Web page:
The 8 Auspicious Ingredients You Must-Have this Chinese New Year!
Chinese New Year, also known as Tết in Vietnam is one of the most widely celebrated festive holiday in Asia. Each country has classic dishes unique to their own festive menu although the ingredients used and the meanings behind many of them are similar. In this article, we’ll tell you the 8 auspicious ingredients that are a must have on any reunion table this year!
Ever heard of the saying ‘年年有余’ (Nian nian you yu)? The Mandarin word 余 (yu) which translates to abundance, sounds similar to the Mandrin word 鱼 (yu) which means fish.
Having a whole fish, with the head and tail ‘有头有尾’ (you tou you wei) on your reunion dinner table signifies the year’s beginning and end which also means a good start and good closure to the year.
Fish also symbolizes hope for businesses to prosper as fish don’t swim backwards, signifying progress and movement forward.
A good dish to start with would be the Prosperous Pomfret!
What we love about this dish is how naturally sweet the Pomfret meat is, yet at the same time known for its low-fat content, which helps to watch that waistline during Chinese New Year!
Another popular fish dish would be Milkfish. Milkfish, also known as Bangus is extremely popular during Chinese New Year in Indonesia. The biggest milkfishes are sold only nearing Chinese New Year and a typical dish that’s everyone’s favorite is the Crispy Fried Milkfish.
Aside from fish, a whole chicken is also commonly found at Chinese New Year gatherings.
Boiled chicken (Thit Ga) is traditionally presented as part of a tribute meal to honor ancestors in Vietnam. Due to this practice, it is important to have this on the dinner table during Tết holidays. This dish can also be seasoned with sliced lemon leaves and salt-and-pepper sauce. The other parts of the chicken (especially bones, legs and heads) are used to prepare the broths for other soups.
Interested in our Thit Ga recipe? Click here.
Another interesting dish would be the Ayam Kodok which means frog chicken, a native dish to Peranakan Chinese communities, and true to its name, this roasted stuffed chicken resembles a fat frog which symbolizes happiness and luck.
The significance of serving prawns at your Chinese New Year reunion dinner comes from saying the word prawns. Like the sound of laughter, prawns (har in Chinese), symbolizes happiness for the family!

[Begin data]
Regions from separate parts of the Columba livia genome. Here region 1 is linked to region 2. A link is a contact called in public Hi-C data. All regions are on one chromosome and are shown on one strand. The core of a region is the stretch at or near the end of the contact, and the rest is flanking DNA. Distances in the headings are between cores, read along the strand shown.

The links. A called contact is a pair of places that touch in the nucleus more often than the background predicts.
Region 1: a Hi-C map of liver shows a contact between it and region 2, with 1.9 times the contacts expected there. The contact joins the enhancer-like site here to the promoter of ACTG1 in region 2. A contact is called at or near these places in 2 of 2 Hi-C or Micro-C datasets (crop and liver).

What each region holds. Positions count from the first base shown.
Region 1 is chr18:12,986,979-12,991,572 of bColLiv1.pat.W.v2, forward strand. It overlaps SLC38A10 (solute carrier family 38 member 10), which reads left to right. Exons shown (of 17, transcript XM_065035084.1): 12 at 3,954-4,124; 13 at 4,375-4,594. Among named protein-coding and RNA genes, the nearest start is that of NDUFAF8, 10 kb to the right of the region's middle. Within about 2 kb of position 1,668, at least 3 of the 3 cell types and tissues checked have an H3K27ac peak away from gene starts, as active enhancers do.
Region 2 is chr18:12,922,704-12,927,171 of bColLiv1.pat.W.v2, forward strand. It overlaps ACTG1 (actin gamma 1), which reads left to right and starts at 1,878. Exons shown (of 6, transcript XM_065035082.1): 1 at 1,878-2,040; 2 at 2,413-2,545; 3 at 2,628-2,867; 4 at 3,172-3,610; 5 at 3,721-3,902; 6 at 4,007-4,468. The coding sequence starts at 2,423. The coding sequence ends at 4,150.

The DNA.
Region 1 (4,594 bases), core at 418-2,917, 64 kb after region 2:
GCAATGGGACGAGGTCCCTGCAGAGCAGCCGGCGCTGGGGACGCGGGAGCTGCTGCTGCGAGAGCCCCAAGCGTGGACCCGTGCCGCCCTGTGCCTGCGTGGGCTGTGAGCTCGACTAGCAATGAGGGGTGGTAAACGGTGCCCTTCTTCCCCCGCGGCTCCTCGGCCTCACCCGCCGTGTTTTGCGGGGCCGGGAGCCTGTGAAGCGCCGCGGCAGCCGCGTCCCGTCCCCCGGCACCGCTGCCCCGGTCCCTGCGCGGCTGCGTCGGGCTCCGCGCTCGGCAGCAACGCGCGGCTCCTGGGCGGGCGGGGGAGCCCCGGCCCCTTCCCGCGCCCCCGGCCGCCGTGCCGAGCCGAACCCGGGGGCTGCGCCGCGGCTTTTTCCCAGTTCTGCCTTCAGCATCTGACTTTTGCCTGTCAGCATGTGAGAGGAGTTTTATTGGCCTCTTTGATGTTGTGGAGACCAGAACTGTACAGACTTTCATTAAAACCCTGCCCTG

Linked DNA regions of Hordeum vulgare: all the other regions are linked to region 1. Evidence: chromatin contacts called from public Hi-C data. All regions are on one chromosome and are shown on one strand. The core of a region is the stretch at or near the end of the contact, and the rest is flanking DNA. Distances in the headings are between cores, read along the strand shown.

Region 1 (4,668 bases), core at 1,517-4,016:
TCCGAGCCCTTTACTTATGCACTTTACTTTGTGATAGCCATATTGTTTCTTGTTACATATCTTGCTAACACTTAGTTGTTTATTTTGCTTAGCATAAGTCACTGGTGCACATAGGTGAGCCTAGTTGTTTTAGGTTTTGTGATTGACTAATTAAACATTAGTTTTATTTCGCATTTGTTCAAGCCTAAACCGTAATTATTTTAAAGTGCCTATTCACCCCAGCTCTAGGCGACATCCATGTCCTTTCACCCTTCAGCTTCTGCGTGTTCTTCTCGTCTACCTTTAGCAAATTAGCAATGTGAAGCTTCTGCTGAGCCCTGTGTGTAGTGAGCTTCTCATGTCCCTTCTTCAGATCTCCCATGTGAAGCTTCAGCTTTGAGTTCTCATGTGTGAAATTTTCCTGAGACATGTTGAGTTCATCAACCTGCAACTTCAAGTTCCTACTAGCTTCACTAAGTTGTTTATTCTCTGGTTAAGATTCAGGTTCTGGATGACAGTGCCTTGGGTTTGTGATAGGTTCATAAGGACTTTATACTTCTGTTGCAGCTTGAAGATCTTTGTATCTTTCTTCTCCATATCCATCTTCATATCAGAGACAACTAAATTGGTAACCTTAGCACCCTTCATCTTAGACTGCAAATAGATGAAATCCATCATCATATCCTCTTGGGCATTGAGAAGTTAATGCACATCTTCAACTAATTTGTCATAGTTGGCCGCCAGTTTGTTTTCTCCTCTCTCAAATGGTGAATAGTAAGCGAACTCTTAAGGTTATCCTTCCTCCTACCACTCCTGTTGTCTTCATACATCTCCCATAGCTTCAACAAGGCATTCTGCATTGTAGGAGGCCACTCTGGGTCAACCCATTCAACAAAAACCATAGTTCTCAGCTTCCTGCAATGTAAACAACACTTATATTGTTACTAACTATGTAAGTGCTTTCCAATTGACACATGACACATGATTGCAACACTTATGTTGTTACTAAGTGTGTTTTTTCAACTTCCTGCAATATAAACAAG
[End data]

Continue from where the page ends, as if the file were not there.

Make your family super happy by serving up a plate of these delicious Fragrant Fried Prawns!
4. Longevity Noodles
Long noodles are usually eaten during Chinese New Year and even birthdays as they represent longevity and blessings of a long life. When preparing this noodle dish, you have to be careful not to break or cut them up into smaller pieces or it loses its meaning!
5. Glutinous Rice
Glutinous rice and glutinous rice flour are used to make two of the most popular traditional Chinese New Year dishes in the region – Nian Gao (a sweet and sticky Chinese cake) and Banh Chung (a Vietnamese square sticky rice cake with a mung bean filling).
One reason why Nian Gao is popular during Chinese New Year because in Mandarin, Nian Gao, apart from its literal translation can also mean a “higher year” (年高) with the same intonation.
Banh Chung is an important part of Tết holiday. The shape of the Banh Chung is square to reflect what was believed to be the Earth’s shape in the past. It reminds the next generations of their ancestors and ancient traditions, which holds the values of gratitude.
Dumplings resemble ingots or money that were used in the past. Eating dumplings is believed to usher in wealth for your family and businesses. If you’re looking to usher more wealth in this year, you’ll definitely need to try this Drunken Sesame Prawn Dumplings this Chinese New Year!
Vegetarian dishes with minimal seasoning and oil are commonly eaten during Chinese New Year to symbolize the re-purification of the body, and there’s no better way to start the new year than with a healthy body!
This vibrant vegetarian dish, known as Buddha’s Delight, deserves a place at any Reunion Dinner table! Nutritious and delicious, it consists of a wide variety of vegetables, mushrooms and tofu. Yum!
Last but not least, we have meatballs! In Mandarin, meatballs are called 肉圆 (rou yuan) which signifies families coming together. Meatballs being circular in shape also implies 团团圆圆 (tuan tuan yuan yuan) where traditionally and till today, most Chinese families would gather around a round dinner table to eat and gather together.
We recommend trying these Braised Lion’s Head Meatballs. Not only are they delicious, but they supposedly bring peace and protection over your family as lion and dragon statutes are commonly found guarding the entrances of homes and palaces in China.
And there you have it, the 8 auspicious ingredients to have this Chinese New Year and different ways to prepare them! Show your labor of love in this Chinese New Year reunion dinner with these meaningful dishes.